HOLY HUNGER: You Who Read Me With Passion Now Must Forever Be My Friends

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Reviewed by Meg Whiteford
 
Dear A,
 
Last night I hallucinated a man sitting in a Quaker chair. He was staring at me. I remember him wearing orange. I wasn’t afraid, just confused.
 
Still constantly imagining bodies floating upward and everyone on the ground pulling them back down again by the legs. Like a floating transcending air ballet.
 
I want to explore androgyny with you. Shave our heads at the napes and gather the rest in small buns at the crowns. Later we can try on suits and use each other as mirrors.
 
You are worth reflecting, in various shades, tones, hues. Less thinking about drowning. I feel injected into you.
 
How do I begin? I have no beginning.
 
Love, B
 
****
 
You Who Read Me With Passion Now Must Forever Be My Friends, a retrospective exhibition of a book by Dorothy Iannone is a collation of notes and letters that comprise a life. The book is a 300 page long love letter to her muse—the artist Dieter Roth, to the female sexual appetite, and to transcendentalism.
 
This love letter is also a spell: her repetition of the naked human body, Kama Sutric positions, and poetic odes cast white magic. The sheer patience it takes to get from end to end enacts the tantric message of the content.
 
But the spell works— Iannone’s aphrodisiac sets the mood for us to go home to “pamper our ducks.”
 
Let me be straight here: when I say Dorothy repeats herself, she repeats herself. A lot. Shetells the same story several different ways. And then one more. And then she tells that same story as a recipe. And then as a prayer. She tells the same story so often it becomes a mantra. Or a rhythmic thrusting. And ta-da! After reading and re-reading and looking and staring (are we voyeurs in this book?), we find ourselves meditating.
 
Om. Yum.
 
The story is simple: love as a way into transcendent ecstasy. In the interviews that are the climax to this Norse epic ode, Dorothy extols the virtues of reaching toward unity of mind and body. While I appreciated these interviews, I wished they were not included if not for the mere fact of them interfering with the book as a work of art, but also because they disturbed Dorothy’s quest for unity and integrated completion.
 
This pillow book assemblage of her materials, her oeuvre of illuminated manuscripts, combines the distant stars of text and image in one package.
 
One can read it.
 
One can look at it.
 
The text becomes visual.
 
And the visuals become text.
 
In her crusade for hermaphroditic harmony, she addresses the basic human appetites for sex and food in a very digestible form—the illustrative. Hermaphroditus was the dual-sexed child of Aphrodite and Hermes, the Greek Goddess of Love combined with the God of Communication. By embodying both genders, Hermaphroditus symbolized the sacred union of a man and a woman: marriage. With her obsessiveness for homogenization, Iannone somehow constructed a very heterosexual talisman, and she has made us the witnesses to her declaration of her love.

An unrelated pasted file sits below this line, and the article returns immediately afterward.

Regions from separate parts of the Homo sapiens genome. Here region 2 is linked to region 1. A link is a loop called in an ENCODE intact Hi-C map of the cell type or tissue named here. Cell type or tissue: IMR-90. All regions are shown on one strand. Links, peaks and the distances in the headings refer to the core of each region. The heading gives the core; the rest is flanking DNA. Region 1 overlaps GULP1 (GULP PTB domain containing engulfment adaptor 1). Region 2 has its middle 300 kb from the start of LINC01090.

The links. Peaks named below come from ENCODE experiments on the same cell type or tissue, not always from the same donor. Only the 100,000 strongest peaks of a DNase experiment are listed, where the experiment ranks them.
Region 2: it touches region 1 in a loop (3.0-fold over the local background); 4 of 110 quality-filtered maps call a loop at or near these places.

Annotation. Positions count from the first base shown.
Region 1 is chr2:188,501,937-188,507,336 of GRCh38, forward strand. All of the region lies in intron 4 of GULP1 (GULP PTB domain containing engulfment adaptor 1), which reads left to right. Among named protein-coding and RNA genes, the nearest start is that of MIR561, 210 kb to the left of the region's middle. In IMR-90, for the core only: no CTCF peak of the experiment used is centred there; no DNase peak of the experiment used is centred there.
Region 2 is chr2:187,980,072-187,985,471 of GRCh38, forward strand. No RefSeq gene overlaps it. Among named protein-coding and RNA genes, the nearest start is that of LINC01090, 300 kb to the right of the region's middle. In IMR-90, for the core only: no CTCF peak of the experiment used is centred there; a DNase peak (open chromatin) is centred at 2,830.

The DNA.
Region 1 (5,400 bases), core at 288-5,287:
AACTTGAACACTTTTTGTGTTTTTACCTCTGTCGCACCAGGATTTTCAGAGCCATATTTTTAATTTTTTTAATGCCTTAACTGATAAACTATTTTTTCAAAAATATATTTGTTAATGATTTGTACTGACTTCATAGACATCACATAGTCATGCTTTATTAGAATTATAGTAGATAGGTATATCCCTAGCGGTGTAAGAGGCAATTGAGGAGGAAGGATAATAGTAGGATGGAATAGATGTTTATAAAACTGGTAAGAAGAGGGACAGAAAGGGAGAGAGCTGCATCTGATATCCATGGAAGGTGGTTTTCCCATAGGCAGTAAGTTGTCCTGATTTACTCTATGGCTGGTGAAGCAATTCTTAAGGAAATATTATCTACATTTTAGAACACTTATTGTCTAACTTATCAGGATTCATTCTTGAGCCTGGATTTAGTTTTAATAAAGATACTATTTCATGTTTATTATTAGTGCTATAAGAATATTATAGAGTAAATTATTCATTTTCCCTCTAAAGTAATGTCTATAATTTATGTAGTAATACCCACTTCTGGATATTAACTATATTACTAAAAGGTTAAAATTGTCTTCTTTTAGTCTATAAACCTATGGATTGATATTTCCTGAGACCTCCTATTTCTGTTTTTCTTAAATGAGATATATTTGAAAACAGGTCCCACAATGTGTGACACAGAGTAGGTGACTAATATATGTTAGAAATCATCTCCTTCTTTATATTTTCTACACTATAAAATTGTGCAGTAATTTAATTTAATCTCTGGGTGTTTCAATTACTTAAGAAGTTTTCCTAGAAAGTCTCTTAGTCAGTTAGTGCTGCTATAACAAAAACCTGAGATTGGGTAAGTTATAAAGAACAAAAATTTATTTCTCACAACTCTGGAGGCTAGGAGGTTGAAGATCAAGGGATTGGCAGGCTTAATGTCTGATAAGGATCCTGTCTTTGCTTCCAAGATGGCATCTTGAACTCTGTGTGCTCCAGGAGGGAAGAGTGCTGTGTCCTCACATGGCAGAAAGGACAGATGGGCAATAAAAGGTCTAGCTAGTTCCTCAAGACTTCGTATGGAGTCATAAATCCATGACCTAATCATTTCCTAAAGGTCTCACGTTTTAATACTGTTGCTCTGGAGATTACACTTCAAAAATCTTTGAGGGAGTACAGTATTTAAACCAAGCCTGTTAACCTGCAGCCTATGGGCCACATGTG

Many of the artist’s drawings evoke Tarot cards, and perhaps, the entire book makes up a set of fortunes. If I were to associate Dorothy with a Tarot card, I would choose The Star, #17—the Major Arcana card of a ecstatic awareness of the superconscious. The Star is the merging of dark and light, matter and spirit, in an outward expression of inner joy. It is also the card of sexual fireworks, the card that falls after #16, the Falling of the Erect Tower. (Note: if these are all too easy of metaphors for you, remember we are working with a text that is suffused with saccharine and thinly veiled allusions to the human appetite. Therefore, to put it bluntly in the spirit of Dorothy Iannone: I’m talking about O R G A S M I N G.)
 
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These allusions can be tiresome for the reader. We get it, Dorothy. You like sex. And to say her work is contemporary or relevant to the modern feminist seems to miss the point. Yes, she faced censorship in her day, but I somehow doubt Iannone was after pushing anyone’s buttons other than her own.
 
You Who Read Me With Passion Now Must Forever Be My Friends is a story about love and is, thus, certainly and unequivocally timeless. It is a story of a woman aching to “take up more of the bed.” Do you believe in reincarnation? No? Well: Sei Shonagon, Elizabeth Bishop,, Sophie Calle, Tracy Emin were/are all ravenous women who ate their men and their cake, too.
 
If Iannone was after a precise union of man and woman, or a woman with herself, of text with image, this book satisfies. If, however her aim was to reconcile her sexual and bodily appetites with a yearning for some existential transcendence to a higher state of consciousness, I’m afraid this book is a fallen star (sorry, I had to….)
 
But that may not be a bad a thing. The Lovers Tarot card is the card of duality, and choice. It reminds us of the importance of difference in creating consonance, between two humans or otherwise.
 
This is a book, and I’m practicing Buddhist non-judgement here, firmly grasping at earthly pleasures, but pleasures that make it easy to come for the collection of rich content.
 
****
 
Dear A,
 
I’m so far away now, gotta turn right back around.
 
I’m so far away from her, now I gotta turn right back around.
 
I was the hammer and the clenched fist, now I’m just nailed down.
 
Love,
 
B
 
_______
 
Iannone, Dorothy. You Who Read Me With Passion Now Must Forever Be My Friends. Siglio Press, 2014. Edited by Lisa Pearson with an essay by Trinie Dalton.

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